What is a lodger? “Thats a silly question” you will probably say, “Everyone knows what a lodger is!”. Someone who lodges. Indeed the free online dictionary defines it as ‘One that lodges, especially one who rents and lives in a furnished room’. So that clear. Or is it?
As a lawyer (and I should say here that any law in this series is only relevant for England and Wales UK), when advising someone, I need to know what their legal rights and obligations are. And when this is about someone renting accommodation, this will depend on whether they have a tenancy or a license.
A tenancy. It will probably surprise many people to learn that a tenancy is a type of ownership of land. If you have a tenancy of somewhere, you legally ‘own it’ for a slice of time – for the duration of the tenancy. There are lots of qualifications to this, but essentially that is what a tenancy is – a type of ownership of land. “Land” in this context can include a flat, or a room, including a room in the landlords’ house or flat. Furnished or not.
If you are renting a room out for £50 per week, you won’t want your lodger to have a tenancy, with all the legal rights and obligations which go with this. You will want them to have a license.
A license. This is where someone has permission to occupy property (in this case a room) and is therefore not a trespasser. Licensees have far fewer rights than tenants.
So how can you prevent someone from getting a tenancy? And how can you best protect your position as a lodger landlord?
Prevent ‘exclusive occupation’
One of the main features of a tenancy is that the tenant has ‘exclusive occupation’ and is able to keep anyone out of the property, even the landlord. Therefore, if it is a condition of your agreement with your lodger that you have the right to come into the room from time to time, it cannot be a tenancy.
It is important that you do this. Your lodger must *not* be allowed to keep you out of the room (although you should always respect his privacy). He should not be allowed to put a lock on the door, or if he does, you must have a key. If he objects to this, tell him that it is your home and you need to be able to enter the room from time to time to check its condition.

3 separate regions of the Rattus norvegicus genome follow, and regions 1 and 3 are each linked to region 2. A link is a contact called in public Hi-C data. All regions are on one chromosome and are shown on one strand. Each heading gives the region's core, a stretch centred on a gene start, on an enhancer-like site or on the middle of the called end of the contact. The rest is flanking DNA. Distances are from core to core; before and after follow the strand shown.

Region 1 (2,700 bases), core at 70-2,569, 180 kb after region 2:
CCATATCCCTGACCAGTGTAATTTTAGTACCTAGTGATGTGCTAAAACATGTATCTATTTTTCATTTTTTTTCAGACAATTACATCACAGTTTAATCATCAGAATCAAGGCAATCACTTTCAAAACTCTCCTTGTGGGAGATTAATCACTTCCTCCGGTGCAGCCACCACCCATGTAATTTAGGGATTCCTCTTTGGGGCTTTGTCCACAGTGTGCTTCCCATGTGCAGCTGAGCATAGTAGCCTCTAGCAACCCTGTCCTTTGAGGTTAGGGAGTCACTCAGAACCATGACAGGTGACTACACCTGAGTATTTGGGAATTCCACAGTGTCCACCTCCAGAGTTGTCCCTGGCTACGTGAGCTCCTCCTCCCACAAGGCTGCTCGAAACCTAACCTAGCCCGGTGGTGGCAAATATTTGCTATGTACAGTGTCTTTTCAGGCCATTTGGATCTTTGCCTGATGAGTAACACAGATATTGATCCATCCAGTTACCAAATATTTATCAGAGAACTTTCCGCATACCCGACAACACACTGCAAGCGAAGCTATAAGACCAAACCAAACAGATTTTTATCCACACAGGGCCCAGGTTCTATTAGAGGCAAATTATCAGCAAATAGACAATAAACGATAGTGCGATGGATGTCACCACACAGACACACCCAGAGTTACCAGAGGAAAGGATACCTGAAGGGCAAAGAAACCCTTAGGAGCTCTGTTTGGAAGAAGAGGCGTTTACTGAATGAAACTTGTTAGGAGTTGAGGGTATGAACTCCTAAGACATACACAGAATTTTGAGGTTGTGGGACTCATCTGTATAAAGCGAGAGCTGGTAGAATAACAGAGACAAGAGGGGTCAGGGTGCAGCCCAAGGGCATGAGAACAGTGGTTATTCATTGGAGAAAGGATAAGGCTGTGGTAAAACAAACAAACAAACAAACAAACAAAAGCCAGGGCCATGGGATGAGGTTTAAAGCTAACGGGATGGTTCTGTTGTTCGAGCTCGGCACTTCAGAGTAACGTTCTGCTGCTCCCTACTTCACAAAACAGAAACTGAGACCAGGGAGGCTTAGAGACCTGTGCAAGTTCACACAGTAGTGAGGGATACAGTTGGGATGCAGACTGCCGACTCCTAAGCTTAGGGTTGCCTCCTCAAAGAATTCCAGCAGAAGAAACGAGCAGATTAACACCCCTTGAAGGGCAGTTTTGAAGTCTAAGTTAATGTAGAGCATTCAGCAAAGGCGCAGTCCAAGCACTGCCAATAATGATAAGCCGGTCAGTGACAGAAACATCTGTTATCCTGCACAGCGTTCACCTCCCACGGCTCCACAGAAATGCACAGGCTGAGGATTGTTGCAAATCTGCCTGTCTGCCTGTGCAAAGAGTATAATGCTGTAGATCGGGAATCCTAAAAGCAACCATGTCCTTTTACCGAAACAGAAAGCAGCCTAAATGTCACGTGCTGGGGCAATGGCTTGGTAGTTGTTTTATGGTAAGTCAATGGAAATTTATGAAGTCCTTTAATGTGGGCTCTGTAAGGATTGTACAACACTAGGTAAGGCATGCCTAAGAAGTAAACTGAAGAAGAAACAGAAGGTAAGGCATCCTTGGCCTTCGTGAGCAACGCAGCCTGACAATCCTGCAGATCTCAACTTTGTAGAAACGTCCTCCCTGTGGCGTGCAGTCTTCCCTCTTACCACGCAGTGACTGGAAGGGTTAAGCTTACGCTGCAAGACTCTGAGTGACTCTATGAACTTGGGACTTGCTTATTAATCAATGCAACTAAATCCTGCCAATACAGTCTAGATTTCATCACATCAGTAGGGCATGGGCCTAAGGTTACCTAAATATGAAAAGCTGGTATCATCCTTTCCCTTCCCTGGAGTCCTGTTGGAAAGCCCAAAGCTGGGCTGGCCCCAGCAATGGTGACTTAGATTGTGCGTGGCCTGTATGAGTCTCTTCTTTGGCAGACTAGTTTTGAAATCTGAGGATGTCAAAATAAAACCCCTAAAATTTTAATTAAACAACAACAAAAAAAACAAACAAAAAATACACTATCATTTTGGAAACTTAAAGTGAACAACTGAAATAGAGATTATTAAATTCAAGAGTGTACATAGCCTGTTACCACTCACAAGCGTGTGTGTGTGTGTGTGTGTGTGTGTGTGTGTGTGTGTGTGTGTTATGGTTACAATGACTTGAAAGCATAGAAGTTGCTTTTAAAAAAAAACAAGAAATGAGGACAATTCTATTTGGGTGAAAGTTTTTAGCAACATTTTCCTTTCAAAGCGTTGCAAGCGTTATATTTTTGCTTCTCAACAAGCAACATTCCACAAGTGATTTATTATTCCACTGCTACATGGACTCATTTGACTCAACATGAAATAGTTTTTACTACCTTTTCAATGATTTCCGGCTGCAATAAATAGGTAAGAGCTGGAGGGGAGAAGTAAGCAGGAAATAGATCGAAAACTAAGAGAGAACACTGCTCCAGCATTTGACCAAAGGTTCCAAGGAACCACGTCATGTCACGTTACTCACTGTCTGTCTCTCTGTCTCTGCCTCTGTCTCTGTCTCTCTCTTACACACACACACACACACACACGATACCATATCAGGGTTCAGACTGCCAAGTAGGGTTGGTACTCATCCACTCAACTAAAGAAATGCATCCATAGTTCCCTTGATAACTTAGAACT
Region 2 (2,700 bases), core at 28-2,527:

Another good way of preventing a tenancy from arising is to provide services (this is why you do not get a tenancy of your hotel room when you are on holiday). The most common service provided by lodger landlords is clean sheets and towels. This is good for the lodger, as he does not have to buy his own, and it is good for you as it gives you a reason to go into the room. Other services often provided by lodger landlords are room cleaning and meals, for example breakfast.
Share living accommodation
You should, if possible, share at least some living accommodation with your lodger. The reason for this is that it will mean that the letting will come into one of the exceptions in the Protection from Eviction Act 1977. This means that if you ever need to evict your lodger, you won’t have to get a court order first (this is discussed more on day 20).
However, this does not have to be the whole house. If you want to have a private sitting room and the lodger’s room has its own en-suite bathroom, just make sure that he is allowed to use the kitchen, and the dining room if you have one. Halls and corridors don’t count.
Mind you, if you want the accommodation to be completely self-contained and don’t want to provide services, there is nothing wrong with this so long as you accept that it will almost certainly be a tenancy. Indeed you may be entitled, because of this, to charge a higher rent. However it is important that you realise and understand the situation, so you will know how to deal with things if there are problems. For information about tenancies with resident landlords, you need to see
For information about tenancies with resident landlords, you need to see my Landlord Law site.
Your own home
Finally, I should make it clear that the property must be your main home, where you live for most of the time. If you move out (permanently that is, going on holiday is all right) your lodger could obtain a tenancy.
So we now know what a lodger is. For the purposes of this series (and also this web-site), a lodger is someone who rents a room in his landlord’s home. He will share at least part of the rest of the house or flat with his landlord, and his landlord will generally provide at least some services (such as clean sheets).
(Note that for convenience sake, I will describe the lodger as ‘him’. I realise that not all lodgers are male, but it makes writing a lot easier, and to be continually saying his/her is a very cumbersome way to write. Please take it that references to male lodgers include female lodgers also).